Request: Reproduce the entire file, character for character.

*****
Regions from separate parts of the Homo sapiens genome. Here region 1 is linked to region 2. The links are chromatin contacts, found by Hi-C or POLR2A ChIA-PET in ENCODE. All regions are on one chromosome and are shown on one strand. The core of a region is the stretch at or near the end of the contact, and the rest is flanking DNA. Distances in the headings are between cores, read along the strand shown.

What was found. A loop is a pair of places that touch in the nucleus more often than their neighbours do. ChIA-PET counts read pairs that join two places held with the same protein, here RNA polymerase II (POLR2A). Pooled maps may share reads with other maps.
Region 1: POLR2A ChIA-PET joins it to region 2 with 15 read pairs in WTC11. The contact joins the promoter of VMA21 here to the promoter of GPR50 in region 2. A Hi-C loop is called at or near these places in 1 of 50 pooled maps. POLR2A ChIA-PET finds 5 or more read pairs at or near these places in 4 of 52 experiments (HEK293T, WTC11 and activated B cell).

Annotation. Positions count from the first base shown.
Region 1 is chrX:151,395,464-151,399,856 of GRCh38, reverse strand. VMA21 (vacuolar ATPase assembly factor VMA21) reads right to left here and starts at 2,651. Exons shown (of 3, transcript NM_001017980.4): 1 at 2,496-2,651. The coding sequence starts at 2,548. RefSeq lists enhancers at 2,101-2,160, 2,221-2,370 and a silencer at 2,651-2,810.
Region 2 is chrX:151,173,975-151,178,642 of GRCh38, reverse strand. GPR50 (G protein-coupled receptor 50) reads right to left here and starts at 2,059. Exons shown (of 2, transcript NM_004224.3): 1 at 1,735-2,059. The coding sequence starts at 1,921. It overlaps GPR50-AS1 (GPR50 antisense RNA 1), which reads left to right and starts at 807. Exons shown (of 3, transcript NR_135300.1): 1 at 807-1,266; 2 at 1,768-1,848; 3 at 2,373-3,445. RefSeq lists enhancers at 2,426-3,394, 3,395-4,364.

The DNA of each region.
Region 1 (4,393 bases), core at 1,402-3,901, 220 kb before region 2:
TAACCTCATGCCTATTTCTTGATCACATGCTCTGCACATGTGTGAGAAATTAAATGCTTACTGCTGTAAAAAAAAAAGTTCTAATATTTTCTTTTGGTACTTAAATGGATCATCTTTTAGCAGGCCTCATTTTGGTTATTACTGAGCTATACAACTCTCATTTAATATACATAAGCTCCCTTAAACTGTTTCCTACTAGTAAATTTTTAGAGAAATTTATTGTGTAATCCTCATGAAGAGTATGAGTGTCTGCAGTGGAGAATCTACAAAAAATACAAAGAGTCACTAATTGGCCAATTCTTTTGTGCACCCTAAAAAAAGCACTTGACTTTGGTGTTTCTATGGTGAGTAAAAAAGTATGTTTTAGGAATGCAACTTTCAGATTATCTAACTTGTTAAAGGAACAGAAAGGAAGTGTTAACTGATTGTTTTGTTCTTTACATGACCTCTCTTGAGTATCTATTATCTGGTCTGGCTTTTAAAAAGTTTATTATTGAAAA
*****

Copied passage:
Regions from separate parts of the Homo sapiens genome. Here region 1 is linked to region 2. The links are chromatin contacts, found by Hi-C or POLR2A ChIA-PET in ENCODE. All regions are on one chromosome and are shown on one strand. The core of a region is the stretch at or near the end of the contact, and the rest is flanking DNA. Distances in the headings are between cores, read along the strand shown.

What was found. A loop is a pair of places that touch in the nucleus more often than their neighbours do. ChIA-PET counts read pairs that join two places held with the same protein, here RNA polymerase II (POLR2A). Pooled maps may share reads with other maps.
Region 1: POLR2A ChIA-PET joins it to region 2 with 15 read pairs in WTC11. The contact joins the promoter of VMA21 here to the promoter of GPR50 in region 2. A Hi-C loop is called at or near these places in 1 of 50 pooled maps. POLR2A ChIA-PET finds 5 or more read pairs at or near these places in 4 of 52 experiments (HEK293T, WTC11 and activated B cell).

Annotation. Positions count from the first base shown.
Region 1 is chrX:151,395,464-151,399,856 of GRCh38, reverse strand. VMA21 (vacuolar ATPase assembly factor VMA21) reads right to left here and starts at 2,651. Exons shown (of 3, transcript NM_001017980.4): 1 at 2,496-2,651. The coding sequence starts at 2,548. RefSeq lists enhancers at 2,101-2,160, 2,221-2,370 and a silencer at 2,651-2,810.
Region 2 is chrX:151,173,975-151,178,642 of GRCh38, reverse strand. GPR50 (G protein-coupled receptor 50) reads right to left here and starts at 2,059. Exons shown (of 2, transcript NM_004224.3): 1 at 1,735-2,059. The coding sequence starts at 1,921. It overlaps GPR50-AS1 (GPR50 antisense RNA 1), which reads left to right and starts at 807. Exons shown (of 3, transcript NR_135300.1): 1 at 807-1,266; 2 at 1,768-1,848; 3 at 2,373-3,445. RefSeq lists enhancers at 2,426-3,394, 3,395-4,364.

The DNA of each region.
Region 1 (4,393 bases), core at 1,402-3,901, 220 kb before region 2:
TAACCTCATGCCTATTTCTTGATCACATGCTCTGCACATGTGTGAGAAATTAAATGCTTACTGCTGTAAAAAAAAAAGTTCTAATATTTTCTTTTGGTACTTAAATGGATCATCTTTTAGCAGGCCTCATTTTGGTTATTACTGAGCTATACAACTCTCATTTAATATACATAAGCTCCCTTAAACTGTTTCCTACTAGTAAATTTTTAGAGAAATTTATTGTGTAATCCTCATGAAGAGTATGAGTGTCTGCAGTGGAGAATCTACAAAAAATACAAAGAGTCACTAATTGGCCAATTCTTTTGTGCACCCTAAAAAAAGCACTTGACTTTGGTGTTTCTATGGTGAGTAAAAAAGTATGTTTTAGGAATGCAACTTTCAGATTATCTAACTTGTTAAAGGAACAGAAAGGAAGTGTTAACTGATTGTTTTGTTCTTTACATGACCTCTCTTGAGTATCTATTATCTGGTCTGGCTTTTAAAAAGTTTATTATTGAAAA